The EITF has also begun debating Issue 00-26, Recognition by a Seller of Losses on Firmly Committed Executory Contracts, which addresses loss recognition issues associated with accounting for such arrangements from the seller’s perspective. At the January 17–18, 2001 meeting, the EITF expressed support for developing criteria under which a seller should recognize a loss under a firmly committed executory contract that will be executed by the seller and not otherwise terminated before full performance occurs and that was initially entered into at fair value ("loss contracts"). However, certain EITF members suggested that any methodology developed under this Issue should limit a loss contract liability to the amount that would be paid to terminate, transfer, or otherwise liquidate the contract.

The EITF recognized that due to the broad scope of this Issue, any model developed could be inconsistent with other authoritative guidance for specific transactions or industries and asked the FASB staff to identify potential conflicts. Certain EITF members observed that any model developed for this Issue should include a mechanism that ensures that a loss is not recognized twice (i.e., through recognition of a loss contract liability and an impairment of assets or leases used to provide the goods or services under the contract). Other EITF members suggested that any proposed methodology should address when, and how, individual contracts should be combined, as well as provide indicators of when a contract should be reviewed for possible loss recognition. Further discussion is expected at a future meeting.

Customer Origination and Acquisition Costs

Internet companies often make large investments in building a customer or membership base. A few examples of this are:

In each of these cases, a question may arise as to whether the costs represent customer origination or acquisition costs or costs of building a membership listing that qualify for capitalization, by analogy to FASB Statement No. 91, Accounting for Nonrefundable Fees and Costs Associated with Originating or Acquiring Loans and Initial Direct Costs of Leases. In its October 1999 letter to the EITF, the SEC staff indicated that it believes that most companies appear to be expensing such costs as incurred; therefore, diversity in practice, at least with respect to Internet companies, appears to be limited.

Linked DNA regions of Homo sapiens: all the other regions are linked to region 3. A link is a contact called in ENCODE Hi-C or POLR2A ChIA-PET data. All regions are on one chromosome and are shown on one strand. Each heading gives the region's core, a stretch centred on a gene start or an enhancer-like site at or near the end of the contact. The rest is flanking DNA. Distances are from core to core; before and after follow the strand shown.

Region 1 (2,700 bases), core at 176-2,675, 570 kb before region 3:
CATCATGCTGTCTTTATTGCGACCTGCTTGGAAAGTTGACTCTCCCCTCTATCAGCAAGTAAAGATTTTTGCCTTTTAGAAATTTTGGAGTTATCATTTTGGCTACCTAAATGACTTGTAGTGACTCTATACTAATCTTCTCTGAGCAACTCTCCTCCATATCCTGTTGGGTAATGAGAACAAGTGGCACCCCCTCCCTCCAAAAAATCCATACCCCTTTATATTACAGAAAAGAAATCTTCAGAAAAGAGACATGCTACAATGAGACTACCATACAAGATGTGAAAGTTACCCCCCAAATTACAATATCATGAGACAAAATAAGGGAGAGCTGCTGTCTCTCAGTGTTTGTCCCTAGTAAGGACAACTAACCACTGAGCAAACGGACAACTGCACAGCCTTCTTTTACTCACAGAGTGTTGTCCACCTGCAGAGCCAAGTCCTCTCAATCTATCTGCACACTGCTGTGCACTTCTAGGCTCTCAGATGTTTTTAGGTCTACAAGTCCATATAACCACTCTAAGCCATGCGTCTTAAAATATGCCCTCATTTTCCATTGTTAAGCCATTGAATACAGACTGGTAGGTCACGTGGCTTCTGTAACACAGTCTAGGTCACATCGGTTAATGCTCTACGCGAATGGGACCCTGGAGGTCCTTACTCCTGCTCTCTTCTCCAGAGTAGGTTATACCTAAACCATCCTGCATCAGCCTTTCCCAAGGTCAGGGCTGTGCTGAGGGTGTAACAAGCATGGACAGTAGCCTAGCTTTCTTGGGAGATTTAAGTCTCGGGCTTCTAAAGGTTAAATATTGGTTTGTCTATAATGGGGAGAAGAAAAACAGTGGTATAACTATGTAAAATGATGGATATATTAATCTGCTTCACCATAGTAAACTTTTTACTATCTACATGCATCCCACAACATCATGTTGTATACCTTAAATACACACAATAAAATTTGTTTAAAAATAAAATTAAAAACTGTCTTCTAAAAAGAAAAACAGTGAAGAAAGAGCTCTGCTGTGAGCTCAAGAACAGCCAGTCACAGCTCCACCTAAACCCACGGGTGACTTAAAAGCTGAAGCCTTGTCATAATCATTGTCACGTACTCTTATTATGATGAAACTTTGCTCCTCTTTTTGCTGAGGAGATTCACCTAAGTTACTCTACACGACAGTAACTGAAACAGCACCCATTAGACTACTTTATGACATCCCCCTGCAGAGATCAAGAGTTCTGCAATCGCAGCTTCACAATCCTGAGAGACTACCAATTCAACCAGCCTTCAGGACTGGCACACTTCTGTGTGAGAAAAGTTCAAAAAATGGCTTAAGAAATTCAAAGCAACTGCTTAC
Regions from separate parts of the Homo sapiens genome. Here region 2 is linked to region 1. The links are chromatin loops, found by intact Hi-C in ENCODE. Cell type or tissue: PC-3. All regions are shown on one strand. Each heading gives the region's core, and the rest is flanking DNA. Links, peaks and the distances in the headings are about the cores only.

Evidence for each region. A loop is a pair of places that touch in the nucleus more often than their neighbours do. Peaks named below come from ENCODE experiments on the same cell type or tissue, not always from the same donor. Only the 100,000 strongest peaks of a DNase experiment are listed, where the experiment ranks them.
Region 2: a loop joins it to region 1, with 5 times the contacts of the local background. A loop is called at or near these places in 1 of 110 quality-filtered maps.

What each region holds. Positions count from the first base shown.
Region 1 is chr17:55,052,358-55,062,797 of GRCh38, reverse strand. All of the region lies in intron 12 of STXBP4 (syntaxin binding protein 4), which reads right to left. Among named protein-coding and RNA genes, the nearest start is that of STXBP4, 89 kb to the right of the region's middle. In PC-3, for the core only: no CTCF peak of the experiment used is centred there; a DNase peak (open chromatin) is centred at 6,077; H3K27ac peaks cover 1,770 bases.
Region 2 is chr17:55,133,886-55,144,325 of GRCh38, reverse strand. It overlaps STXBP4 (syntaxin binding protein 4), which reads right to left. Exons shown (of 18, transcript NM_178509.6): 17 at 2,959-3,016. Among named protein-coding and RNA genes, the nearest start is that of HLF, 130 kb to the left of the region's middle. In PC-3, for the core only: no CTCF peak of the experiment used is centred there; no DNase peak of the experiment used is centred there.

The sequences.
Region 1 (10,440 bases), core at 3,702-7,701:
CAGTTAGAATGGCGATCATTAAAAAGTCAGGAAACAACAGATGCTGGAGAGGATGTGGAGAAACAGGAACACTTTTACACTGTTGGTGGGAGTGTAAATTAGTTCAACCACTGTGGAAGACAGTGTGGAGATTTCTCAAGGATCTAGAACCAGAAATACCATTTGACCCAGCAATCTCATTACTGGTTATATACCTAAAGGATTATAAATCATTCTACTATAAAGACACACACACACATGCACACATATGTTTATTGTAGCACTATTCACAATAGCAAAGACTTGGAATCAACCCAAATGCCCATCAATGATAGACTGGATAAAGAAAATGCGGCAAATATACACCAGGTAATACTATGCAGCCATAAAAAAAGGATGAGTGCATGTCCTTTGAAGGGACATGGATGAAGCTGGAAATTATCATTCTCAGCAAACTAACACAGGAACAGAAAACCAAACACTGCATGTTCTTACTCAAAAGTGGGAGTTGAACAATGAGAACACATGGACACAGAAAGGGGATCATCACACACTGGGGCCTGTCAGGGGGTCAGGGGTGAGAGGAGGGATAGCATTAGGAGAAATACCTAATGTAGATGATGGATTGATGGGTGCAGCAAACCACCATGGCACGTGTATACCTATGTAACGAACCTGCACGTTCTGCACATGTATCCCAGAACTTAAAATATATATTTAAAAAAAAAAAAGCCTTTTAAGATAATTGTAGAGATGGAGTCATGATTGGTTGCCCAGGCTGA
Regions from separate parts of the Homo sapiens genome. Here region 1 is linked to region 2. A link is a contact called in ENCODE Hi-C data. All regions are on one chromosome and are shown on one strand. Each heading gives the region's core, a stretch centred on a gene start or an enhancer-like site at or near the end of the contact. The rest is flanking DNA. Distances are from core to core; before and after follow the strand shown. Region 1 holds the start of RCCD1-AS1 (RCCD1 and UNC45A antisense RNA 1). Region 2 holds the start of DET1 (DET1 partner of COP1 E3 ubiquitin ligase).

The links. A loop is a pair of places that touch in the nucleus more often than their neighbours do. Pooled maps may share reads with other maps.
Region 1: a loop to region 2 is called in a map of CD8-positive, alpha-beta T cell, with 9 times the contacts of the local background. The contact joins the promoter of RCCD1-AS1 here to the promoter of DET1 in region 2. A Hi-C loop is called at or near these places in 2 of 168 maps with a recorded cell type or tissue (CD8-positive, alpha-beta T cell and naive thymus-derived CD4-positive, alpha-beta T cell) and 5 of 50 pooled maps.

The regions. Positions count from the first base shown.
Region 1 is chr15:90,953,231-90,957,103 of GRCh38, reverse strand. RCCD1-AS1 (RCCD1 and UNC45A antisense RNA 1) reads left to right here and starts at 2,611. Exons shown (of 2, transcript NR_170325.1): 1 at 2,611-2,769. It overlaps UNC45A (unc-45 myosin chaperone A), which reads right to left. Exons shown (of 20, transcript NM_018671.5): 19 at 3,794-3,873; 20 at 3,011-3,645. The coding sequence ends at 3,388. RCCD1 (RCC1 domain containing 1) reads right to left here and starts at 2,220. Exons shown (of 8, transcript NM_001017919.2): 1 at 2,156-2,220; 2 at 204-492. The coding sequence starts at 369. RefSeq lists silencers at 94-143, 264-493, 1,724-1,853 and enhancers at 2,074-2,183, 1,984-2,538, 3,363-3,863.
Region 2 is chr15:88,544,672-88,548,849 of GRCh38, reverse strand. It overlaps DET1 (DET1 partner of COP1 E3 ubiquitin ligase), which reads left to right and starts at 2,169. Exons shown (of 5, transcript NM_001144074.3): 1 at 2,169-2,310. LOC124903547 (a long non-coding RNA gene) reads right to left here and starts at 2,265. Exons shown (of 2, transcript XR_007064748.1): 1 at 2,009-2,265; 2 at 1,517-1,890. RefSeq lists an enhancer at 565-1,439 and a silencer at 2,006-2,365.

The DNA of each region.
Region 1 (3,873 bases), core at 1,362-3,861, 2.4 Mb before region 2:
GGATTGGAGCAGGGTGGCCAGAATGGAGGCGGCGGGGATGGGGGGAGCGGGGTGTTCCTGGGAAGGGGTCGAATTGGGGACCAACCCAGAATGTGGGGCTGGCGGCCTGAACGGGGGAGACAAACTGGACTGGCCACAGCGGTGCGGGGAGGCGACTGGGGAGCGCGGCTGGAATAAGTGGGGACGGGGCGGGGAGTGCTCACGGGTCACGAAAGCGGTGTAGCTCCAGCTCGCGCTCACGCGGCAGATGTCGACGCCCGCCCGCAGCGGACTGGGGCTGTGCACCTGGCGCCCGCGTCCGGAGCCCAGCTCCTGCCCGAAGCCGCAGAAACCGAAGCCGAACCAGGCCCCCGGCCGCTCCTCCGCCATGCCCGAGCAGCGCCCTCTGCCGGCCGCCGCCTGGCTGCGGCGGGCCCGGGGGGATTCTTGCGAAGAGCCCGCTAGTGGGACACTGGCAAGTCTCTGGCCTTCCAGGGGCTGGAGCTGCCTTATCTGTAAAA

Nonetheless, due to the magnitude and complexity of customer acquisition activities in recent years, AcSEC has recently added this issue its agenda with the goal of providing comprehensive guidance for the accounting and disclosure for customer acquisition activities. As a part of the project, AcSEC is expected to address key issues such as:

This project may also address direct-response advertising in SOP 93-7. In March 2001, the FASB considered a prospectus for the project and expressed concerns about whether AcSEC should undertake the project. Alternatives explored by the FASB included the FASB undertaking the project, with the AICPA perhaps developing initial background information that might assist the Board in its project, if any. The FASB asked AcSEC to revise the prospectus to clarify the scope of the project, define the potential asset, and indicate the anticipated direction of the project. The FASB will reconsider the prospectus after those revisions are made.

Amortization Periods of Intangible Assets

Determining an amortization period for websites, domain names, and goodwill requires considerable judgment given the uncertainty of the success of a company, as well as the volatility in the Internet environment.